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Homeopathic Blatta Orientalis: Therapeutic Alternative in Respiratory and Mucus Conditions?
Increasingly, the use of alternative and complementary treatment approaches gains acceptability. Research reviews state that immune/inflammatory responses have been modulated primarily by use of inhaled and/or oral steroids and call for a focus on more specific therapies designed to target inflammatory cells and reduce non-specific side effects.
Highest mainstream use and acceptance have been found in the German-speaking regions and for acupuncture and homeopathy.
Growing up in Switzerland in the mid-20th century, it was common for a first grader to be able to identify common plants and their most basic health properties or toxicities. It was equally common to find a pharmacy well equipped to dispense biological remedies, herbs, and homeopathic preparations.
Over a couple of decades of working with health optimization I first became aware of homeopathic Blatta orientalis (Bl.or.) in connection with acute and chronic respiratory spasms. Generally considered a "small" homeopathic remedy (i.e. a substance with a restricted range of action), Blatta orientalis traditionally is considered a bronchodilator and a homeopathic remedy suitable for overweight and obese individuals.
A recent research project studied the anti-asthmatic and anti-anaphylactic activities of Blatta orientalis mother tincture and concluded that it revealed "nonselective anti-asthmatic activity" and, by stabilizing mast cells and suppressing IgE and eosinophil cell count, it appears to have an anti-anaphylactic action.
An earlier study looking into intranasal delivery systems for Blatta orientalis mother tincture as part of a nasal gel designed to control in milk aspiration induced eosinophilia and concluded a "decreased eosinophil cell count as compared with toxicant" as well as the absence of any histopathological damage.
From a homeopathic point of view, the use of any homeopathic remedy in the form of its mother tincture is somewhat comparable to attempting to paint a miniature jewelry medallion with a yard broom. For my clinical use I prefer Blatta orientalis 30CH in frequent repeat doses for acute instances and 200CH preparations in one-time daily or every-other-day doses for chronic conditions.
My clinical experience shows that Blatta appears particularly effective in HLA-DQB1 (*0201, *0301, *0501, *0602) non-celiac and celiac gluten sensitive individuals with additional respiratory challenges—never mind if they are overweight or of the typical brittle, underweight celiac body type.
I suspect that the mechanism of action of Blatta orientalis targets inflammatory cells such as T cells, dendritic cells, mast cells, eosinophils and neutrophils readily available in the non-celiac and celiac gluten sensitive individual.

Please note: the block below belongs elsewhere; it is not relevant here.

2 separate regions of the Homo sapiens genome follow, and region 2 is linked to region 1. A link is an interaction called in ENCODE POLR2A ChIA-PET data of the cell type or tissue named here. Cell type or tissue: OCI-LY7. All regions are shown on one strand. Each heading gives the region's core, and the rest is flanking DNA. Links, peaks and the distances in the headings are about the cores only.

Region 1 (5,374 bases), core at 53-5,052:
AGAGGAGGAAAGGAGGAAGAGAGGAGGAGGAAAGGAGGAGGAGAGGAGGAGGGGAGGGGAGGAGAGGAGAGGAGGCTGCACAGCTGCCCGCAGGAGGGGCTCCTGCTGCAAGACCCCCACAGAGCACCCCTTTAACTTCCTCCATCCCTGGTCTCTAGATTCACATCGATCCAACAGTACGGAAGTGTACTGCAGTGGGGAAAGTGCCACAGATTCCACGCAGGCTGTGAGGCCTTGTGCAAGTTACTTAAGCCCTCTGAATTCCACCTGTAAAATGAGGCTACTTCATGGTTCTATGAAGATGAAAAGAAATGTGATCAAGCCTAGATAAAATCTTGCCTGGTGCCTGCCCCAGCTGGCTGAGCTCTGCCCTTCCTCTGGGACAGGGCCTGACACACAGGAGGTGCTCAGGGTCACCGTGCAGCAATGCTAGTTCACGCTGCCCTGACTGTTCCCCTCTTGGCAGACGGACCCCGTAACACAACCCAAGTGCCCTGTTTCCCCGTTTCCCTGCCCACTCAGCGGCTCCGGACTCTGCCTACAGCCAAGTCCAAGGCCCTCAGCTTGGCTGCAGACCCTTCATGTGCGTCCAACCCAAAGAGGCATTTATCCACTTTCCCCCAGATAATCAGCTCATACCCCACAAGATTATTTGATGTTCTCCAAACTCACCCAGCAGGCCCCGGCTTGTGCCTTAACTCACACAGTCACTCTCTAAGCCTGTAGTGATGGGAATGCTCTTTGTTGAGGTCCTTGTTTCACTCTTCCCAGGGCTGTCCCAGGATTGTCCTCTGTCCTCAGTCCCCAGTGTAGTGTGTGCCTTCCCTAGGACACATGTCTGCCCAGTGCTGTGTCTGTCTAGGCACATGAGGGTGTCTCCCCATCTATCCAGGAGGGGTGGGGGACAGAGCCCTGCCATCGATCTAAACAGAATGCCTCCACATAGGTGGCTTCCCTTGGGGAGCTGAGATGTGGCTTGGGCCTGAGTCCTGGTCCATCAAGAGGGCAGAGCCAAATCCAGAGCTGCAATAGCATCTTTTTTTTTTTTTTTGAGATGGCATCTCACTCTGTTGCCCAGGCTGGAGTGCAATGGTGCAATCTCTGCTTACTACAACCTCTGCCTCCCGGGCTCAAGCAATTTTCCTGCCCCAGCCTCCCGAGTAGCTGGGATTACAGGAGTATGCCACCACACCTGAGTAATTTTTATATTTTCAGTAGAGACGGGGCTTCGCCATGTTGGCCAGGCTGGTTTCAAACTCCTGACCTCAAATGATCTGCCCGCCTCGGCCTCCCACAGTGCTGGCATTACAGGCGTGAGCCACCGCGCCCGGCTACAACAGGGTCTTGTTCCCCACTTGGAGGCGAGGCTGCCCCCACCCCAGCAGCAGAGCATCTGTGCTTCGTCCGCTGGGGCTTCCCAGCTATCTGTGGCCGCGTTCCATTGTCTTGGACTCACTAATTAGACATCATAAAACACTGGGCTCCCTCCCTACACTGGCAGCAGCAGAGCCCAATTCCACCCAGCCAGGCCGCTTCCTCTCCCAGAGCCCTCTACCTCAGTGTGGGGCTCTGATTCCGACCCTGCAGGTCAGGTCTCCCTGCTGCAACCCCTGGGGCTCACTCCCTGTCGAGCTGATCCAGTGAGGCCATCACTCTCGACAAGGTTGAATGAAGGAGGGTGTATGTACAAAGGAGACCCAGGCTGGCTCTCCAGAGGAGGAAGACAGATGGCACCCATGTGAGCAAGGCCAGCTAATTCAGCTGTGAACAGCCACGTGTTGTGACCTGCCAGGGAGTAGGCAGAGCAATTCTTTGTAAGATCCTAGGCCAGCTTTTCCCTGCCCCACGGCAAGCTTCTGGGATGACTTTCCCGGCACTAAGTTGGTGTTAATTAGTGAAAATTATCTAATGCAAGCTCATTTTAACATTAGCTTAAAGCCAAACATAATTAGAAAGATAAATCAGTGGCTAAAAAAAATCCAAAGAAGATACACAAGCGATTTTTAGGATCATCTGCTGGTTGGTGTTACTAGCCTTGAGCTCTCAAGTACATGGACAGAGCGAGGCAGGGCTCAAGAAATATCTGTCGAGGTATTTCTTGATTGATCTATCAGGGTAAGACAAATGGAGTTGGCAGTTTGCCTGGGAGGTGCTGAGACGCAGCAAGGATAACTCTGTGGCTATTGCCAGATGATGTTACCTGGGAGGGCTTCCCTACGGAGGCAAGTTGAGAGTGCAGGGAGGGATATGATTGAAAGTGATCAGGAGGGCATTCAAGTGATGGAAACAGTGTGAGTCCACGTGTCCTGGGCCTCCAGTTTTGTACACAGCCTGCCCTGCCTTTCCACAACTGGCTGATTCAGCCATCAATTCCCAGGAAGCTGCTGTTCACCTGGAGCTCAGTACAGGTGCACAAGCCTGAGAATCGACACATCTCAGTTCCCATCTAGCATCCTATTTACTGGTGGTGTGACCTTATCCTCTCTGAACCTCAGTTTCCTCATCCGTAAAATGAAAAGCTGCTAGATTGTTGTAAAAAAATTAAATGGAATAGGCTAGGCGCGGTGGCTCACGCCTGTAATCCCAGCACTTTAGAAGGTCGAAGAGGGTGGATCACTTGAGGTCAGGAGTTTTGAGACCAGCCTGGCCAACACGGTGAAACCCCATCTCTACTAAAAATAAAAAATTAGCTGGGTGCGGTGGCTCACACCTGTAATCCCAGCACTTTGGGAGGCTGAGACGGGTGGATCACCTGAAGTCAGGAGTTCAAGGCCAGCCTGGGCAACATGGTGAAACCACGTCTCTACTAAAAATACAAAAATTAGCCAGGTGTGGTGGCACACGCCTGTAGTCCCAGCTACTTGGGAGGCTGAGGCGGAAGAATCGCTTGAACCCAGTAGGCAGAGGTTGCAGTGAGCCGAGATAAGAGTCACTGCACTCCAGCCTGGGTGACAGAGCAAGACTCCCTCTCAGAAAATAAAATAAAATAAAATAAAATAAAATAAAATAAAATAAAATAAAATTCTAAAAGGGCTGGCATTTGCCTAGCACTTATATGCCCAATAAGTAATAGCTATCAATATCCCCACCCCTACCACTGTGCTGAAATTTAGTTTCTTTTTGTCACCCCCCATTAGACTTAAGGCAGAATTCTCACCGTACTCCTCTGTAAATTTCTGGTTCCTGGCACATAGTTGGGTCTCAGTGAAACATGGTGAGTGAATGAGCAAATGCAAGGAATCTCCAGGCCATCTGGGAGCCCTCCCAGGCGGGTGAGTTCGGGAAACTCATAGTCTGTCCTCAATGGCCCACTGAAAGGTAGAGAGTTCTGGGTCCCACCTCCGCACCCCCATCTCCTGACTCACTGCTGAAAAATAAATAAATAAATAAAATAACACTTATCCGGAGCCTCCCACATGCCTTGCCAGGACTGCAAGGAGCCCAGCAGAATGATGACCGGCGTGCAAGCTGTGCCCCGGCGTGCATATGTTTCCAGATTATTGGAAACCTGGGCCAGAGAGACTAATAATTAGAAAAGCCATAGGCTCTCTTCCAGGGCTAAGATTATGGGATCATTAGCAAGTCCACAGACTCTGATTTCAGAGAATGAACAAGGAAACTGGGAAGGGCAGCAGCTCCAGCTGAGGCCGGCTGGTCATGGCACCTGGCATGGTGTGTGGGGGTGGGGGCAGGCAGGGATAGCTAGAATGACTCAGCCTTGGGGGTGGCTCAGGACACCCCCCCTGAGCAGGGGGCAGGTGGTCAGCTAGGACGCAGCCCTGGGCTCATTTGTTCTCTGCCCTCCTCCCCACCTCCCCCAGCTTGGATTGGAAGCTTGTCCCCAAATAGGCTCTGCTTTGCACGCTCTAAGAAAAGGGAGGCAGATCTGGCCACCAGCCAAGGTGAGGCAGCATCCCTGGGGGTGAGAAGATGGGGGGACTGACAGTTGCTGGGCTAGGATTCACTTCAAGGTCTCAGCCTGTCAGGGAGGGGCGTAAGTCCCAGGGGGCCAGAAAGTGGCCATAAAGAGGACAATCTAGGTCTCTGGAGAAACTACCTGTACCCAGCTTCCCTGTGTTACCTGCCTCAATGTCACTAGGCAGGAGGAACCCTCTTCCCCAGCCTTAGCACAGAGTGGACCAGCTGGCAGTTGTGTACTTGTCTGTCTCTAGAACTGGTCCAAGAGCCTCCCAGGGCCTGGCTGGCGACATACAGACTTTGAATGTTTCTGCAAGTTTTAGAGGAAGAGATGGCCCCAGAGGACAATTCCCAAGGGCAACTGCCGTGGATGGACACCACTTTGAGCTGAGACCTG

Challenges in which I have seen the most positive responses to the use of homeopathic Blatta orientalis are:
- Bronchial constrictions of acute or chronic origins.
- Smoke and environmentally triggered mucous build-up issues followed by breathing soreness.
- Allergic asthma, frequently non-responsive to puffers.
- Remnant rattles of bronchitis and pneumonia.
- Sinus and overall mucous congestion after gluten exposure of non-celiac or celiac gluten sensitive individuals.
Presently, a genetically tested non-celiac gluten sensitive patient with a longstanding asbestosis history is using a specific Bl.or. regimen in combination with other anti-homotoxic and homeopathic remedies. The patient reports easier breathing. Promising first results of the latest lung and cardiovascular tests so far point to the disease stabilizing without the expected deterioration and in spite of an episode of active pneumonia right at the beginning of the Blatta treatment.
Further experience with homeopathic Blatta orientalis will show if this approach shows global promise, particularly in non-celiac and celiac gluten sensitive individuals.
[Note: For additional scientific verification of homeopathic medicine visit the GreenMedInfo.com homeopathic medicine research page.]
 https://www.ncbi.nlm.nih.gov/pubmed/16101539 Curr Drug Targets Inflamm Allergy. 2005 Jun;4(3):313-7. Chemokines and their receptors in chronic pulmonary disease.
 https://www.ncbi.nlm.nih.gov/pubmed/22438782 Ochsner J. 2012 Spring;12(1):45-56. Use and acceptance of complementary and alternative medicine among the general population and medical personnel: a systematic review.
 https://www.ncbi.nlm.nih.gov/pubmed/21784330 Homeopathy. 2011 Jul;100(3):138-43. Anti-asthmatic and anti-anaphylactic activities of Blatta orientalis mother tincture.
 https://www.ncbi.nlm.nih.gov/pubmed/19552565 Pharm Dev Technol. 2009;14(4):435-41. Evaluation of Blatta orientalis (Q) nasal gel formulation in milk aspiration induced eosinophilia.
 https://www.ncbi.nlm.nih.gov/pubmed/16464446 Eur J Pharmacol. 2006 Mar 8;533(1-3):277-88. Epub 2006 Feb 7. A closer look at chemokines and their role in asthmatic responses.
 https://www.ncbi.nlm.nih.gov/pubmed/19052351 Iran J Allergy Asthma Immunol. 2008 Dec;7(4):215-20. Association of HLA class II alleles with childhood asthma and Total IgE levels.